I like Villanova to get the win, because Virginia's goal on defenseforce the opponent to settle for long three-pointers—isn't exactly a deterrent for Villanova's offensive philosophy.

    Prediction: Villanova 63, Virginia 60

Other Games That Are 100 Percent Worth Your Time

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    Tennessee's Yves Pons
    Tennessee's Yves PonsMark Humphrey/Associated Press

    No. 2 Baylor vs. No. 3 Villanova (Nov. 26 in Uncasville, CT)

    We can't officially put this game on the list because it is the projected championship of a four-team tournament. If Baylor were to lose to No. 18 Arizona State or if Villanova were to lose to unranked Boston College, then this second-day-of-the-season Top 3 showdown vanishes before our eyes. Provided things play to form in the first round, though, settle in for a Thanksgiving Day gem.


    No. 1 Gonzaga vs. No. 12 Tennessee (Dec. 2 in Indianapolis, IN)

    This gamewhich, back in May, was originally scheduled as part of the Jimmy V Classic in NYCis only a rumor at this point. Neither team has it listed on the official schedule, although CBS Sports' Jon Rothstein shared word of it in early November. If it does happen, Gonzaga will play four of the teams in the AP Top 12 within the first 25 days of the regular season, which is awesome. It would also be a huge early opportunity for Tennessee to prove that this season is going to feel more like 2018-19 (31-6; No. 2 seed in NCAA tournament) than 2019-20 (17-14).


    No. 2 Baylor vs. No. 8 Illinois (Dec. 2 in Indianapolis, IN)

    Much like Gonzaga-Tennessee, this game isn't officially on either schedule, so we decided not to include it on the primary list. But I sure hope it does happen, because I would love to see what Baylor can do to try to keep Kofi Cockburn from having an all-you-can-eat buffet in the paint.


    No. 3 Villanova at No. 19 Texas (Dec. 6)

    This is a make-or-break year for Shaka Smart. It's hard to believe it's already his sixth season at Texas, and he gets back everyone from a team that was smack dab on the bubble when everything shut down. Between this home game against Villanova and the subsequent road game against Baylor on Dec. 13, we could have an early sense of whether Smart will be welcomed back for a seventh year.


    No. 16 North Carolina at No. 5 Iowa (Dec. 8)

    If any team in the country has the big men to slow down Iowa's Luka Garza, it has to be North Carolina, right? Armando Bacot, Garrison Brooks and Sterling Manley all return, plus the Tar Heels added 5-star centers Day'Ron Sharpe and Walker Kessler. Guard play is the big question mark for UNC, but perhaps standout freshman Caleb Love will have better luck leading this team than Cole Anthony did.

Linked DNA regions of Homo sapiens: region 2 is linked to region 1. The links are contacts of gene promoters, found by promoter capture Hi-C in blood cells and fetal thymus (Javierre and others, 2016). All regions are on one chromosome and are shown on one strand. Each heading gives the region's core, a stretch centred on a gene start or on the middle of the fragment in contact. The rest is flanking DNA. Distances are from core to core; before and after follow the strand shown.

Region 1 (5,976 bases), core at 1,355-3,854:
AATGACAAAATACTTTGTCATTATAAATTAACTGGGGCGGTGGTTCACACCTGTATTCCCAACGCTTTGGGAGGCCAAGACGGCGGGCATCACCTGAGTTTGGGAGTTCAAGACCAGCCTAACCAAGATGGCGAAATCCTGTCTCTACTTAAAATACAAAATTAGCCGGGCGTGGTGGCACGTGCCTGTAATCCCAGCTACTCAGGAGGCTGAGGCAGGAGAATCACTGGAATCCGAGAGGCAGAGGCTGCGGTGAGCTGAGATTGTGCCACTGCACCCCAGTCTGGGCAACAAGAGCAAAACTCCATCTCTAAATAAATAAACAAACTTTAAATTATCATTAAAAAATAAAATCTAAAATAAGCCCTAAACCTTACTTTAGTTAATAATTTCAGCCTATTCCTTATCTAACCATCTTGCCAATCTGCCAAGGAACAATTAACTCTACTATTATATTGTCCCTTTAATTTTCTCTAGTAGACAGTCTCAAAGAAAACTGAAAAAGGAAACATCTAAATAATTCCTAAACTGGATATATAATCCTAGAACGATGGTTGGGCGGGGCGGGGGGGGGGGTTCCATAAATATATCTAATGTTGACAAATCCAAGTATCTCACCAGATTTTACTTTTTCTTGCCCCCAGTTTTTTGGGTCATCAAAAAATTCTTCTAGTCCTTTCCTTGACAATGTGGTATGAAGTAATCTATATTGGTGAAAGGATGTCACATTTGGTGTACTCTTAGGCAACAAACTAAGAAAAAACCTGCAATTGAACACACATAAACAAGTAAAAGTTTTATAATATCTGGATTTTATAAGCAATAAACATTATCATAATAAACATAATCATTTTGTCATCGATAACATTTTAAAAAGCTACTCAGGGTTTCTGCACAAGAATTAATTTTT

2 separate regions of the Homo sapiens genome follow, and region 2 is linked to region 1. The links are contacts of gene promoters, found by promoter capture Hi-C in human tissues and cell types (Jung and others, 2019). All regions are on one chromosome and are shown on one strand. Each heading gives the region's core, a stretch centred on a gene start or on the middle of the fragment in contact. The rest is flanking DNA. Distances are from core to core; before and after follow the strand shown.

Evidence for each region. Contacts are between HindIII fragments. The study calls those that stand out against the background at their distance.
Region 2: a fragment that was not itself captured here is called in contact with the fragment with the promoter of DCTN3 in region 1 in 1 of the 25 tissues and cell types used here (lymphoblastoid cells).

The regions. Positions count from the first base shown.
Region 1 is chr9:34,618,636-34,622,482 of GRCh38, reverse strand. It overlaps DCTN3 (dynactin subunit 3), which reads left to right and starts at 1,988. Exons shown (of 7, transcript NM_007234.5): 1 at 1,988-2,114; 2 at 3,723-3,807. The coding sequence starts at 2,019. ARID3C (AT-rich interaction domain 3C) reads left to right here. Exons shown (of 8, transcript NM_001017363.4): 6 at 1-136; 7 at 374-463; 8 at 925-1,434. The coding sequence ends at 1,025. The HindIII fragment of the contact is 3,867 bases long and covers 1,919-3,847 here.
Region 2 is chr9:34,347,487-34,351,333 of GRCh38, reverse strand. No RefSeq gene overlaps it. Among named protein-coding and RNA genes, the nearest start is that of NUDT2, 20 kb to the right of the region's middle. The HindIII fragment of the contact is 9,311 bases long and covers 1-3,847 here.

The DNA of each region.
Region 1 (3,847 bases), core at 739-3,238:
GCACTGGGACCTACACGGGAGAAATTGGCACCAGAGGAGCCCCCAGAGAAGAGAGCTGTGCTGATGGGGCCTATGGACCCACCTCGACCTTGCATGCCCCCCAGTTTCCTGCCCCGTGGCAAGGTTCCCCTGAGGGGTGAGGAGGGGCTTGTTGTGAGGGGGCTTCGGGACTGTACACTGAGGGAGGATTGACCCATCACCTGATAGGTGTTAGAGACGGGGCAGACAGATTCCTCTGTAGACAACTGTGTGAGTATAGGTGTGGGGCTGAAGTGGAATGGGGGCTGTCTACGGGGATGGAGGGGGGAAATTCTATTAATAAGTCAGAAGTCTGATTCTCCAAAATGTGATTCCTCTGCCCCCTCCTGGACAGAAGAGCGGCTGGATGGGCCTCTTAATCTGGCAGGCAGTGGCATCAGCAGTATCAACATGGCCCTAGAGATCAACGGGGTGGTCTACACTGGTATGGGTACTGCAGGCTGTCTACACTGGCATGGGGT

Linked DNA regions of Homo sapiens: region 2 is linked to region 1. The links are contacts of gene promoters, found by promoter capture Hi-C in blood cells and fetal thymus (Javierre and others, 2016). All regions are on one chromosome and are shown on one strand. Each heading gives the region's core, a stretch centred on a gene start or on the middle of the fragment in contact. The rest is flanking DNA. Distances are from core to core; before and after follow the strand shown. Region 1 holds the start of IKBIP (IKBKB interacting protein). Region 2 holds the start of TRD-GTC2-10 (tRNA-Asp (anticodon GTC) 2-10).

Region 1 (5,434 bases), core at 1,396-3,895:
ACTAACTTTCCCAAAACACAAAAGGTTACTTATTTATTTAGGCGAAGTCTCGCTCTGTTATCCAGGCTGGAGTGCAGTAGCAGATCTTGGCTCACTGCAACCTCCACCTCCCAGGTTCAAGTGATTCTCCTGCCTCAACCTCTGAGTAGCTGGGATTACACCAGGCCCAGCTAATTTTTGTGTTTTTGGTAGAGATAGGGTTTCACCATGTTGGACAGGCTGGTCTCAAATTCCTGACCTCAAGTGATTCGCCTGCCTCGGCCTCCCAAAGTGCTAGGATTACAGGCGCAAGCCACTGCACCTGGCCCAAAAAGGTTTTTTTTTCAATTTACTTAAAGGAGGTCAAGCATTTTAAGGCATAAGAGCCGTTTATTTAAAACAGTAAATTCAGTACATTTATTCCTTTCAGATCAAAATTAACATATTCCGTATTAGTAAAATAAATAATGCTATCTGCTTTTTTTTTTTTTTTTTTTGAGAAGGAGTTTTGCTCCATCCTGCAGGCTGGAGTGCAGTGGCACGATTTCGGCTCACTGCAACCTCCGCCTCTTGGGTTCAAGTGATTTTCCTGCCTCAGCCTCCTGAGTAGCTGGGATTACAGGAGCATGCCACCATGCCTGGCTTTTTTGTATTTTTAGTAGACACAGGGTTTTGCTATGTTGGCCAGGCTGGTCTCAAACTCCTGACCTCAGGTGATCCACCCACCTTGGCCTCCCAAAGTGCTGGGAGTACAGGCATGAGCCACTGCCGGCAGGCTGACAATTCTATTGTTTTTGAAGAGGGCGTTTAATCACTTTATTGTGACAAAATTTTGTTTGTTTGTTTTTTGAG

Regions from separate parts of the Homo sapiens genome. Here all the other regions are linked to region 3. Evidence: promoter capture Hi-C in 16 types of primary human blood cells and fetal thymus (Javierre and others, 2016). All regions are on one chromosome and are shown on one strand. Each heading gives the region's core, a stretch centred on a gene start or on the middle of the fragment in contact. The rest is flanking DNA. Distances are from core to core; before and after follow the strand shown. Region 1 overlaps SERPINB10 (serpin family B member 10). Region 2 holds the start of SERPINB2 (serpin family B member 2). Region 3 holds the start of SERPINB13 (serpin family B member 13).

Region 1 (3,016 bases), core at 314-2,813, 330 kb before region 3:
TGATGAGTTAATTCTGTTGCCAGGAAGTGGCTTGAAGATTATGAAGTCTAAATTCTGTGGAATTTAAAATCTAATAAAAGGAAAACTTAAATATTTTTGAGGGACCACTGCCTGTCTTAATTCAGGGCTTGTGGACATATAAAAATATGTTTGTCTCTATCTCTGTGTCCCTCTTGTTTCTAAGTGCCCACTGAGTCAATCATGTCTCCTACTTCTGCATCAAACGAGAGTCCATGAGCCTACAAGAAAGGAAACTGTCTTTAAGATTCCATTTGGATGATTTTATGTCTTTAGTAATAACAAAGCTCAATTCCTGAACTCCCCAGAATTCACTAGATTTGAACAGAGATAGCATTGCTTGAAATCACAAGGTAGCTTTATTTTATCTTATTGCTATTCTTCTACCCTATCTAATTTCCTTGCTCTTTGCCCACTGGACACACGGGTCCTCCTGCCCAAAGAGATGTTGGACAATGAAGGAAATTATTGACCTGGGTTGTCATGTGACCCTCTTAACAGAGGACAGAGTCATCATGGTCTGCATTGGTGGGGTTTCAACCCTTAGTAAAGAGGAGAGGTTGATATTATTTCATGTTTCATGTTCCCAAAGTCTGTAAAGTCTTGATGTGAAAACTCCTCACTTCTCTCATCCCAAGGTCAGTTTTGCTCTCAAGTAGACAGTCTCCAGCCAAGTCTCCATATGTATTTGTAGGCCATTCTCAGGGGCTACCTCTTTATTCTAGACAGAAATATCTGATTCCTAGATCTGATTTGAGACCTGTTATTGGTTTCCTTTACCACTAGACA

No. 11 Creighton at No. 6 Kansas (Dec. 8)

    Creighton already suffered a big loss with freshman combo guard Rati Andronikashvili tearing his ACL in early November. The hope was that he would help the Blue Jays adjust to life after Ty-Shon Alexander. But they should still be a contender with Marcus Zegarowski back to run the show for a team that will, as per usual, take and make a ton of threes. Whether this guard-heavy rotation can slow down KU's big man David McCormack could be an early indicator of how deep this Creighton team could go in March.


    No. 13 Michigan State at No. 4 Virginia (Dec. 9)

    We've already highlighted both of these teams elsewhere, but this is easily going to be one of the best games of the ACC-B1G Challenge. The stakes obviously aren't the same, but Virginia will have an opportunity to at least somewhat avenge those upset losses to the Spartans in both the 2014 and 2015 NCAA tournaments. 


    No. 6 Kansas at No. 12 Tennessee (Jan. 30)

    No. 19 Texas at No. 10 Kentucky (Jan. 30)

    Late January feels like it's about 27 years from now, but if and when we make it there, the SEC-B12 Challenge will feature a pair of dynamite matchups. Don't sleep on Texas Tech at LSU and Florida at West Virginia, either. There may well be four Top 25 showdowns during this one-day event.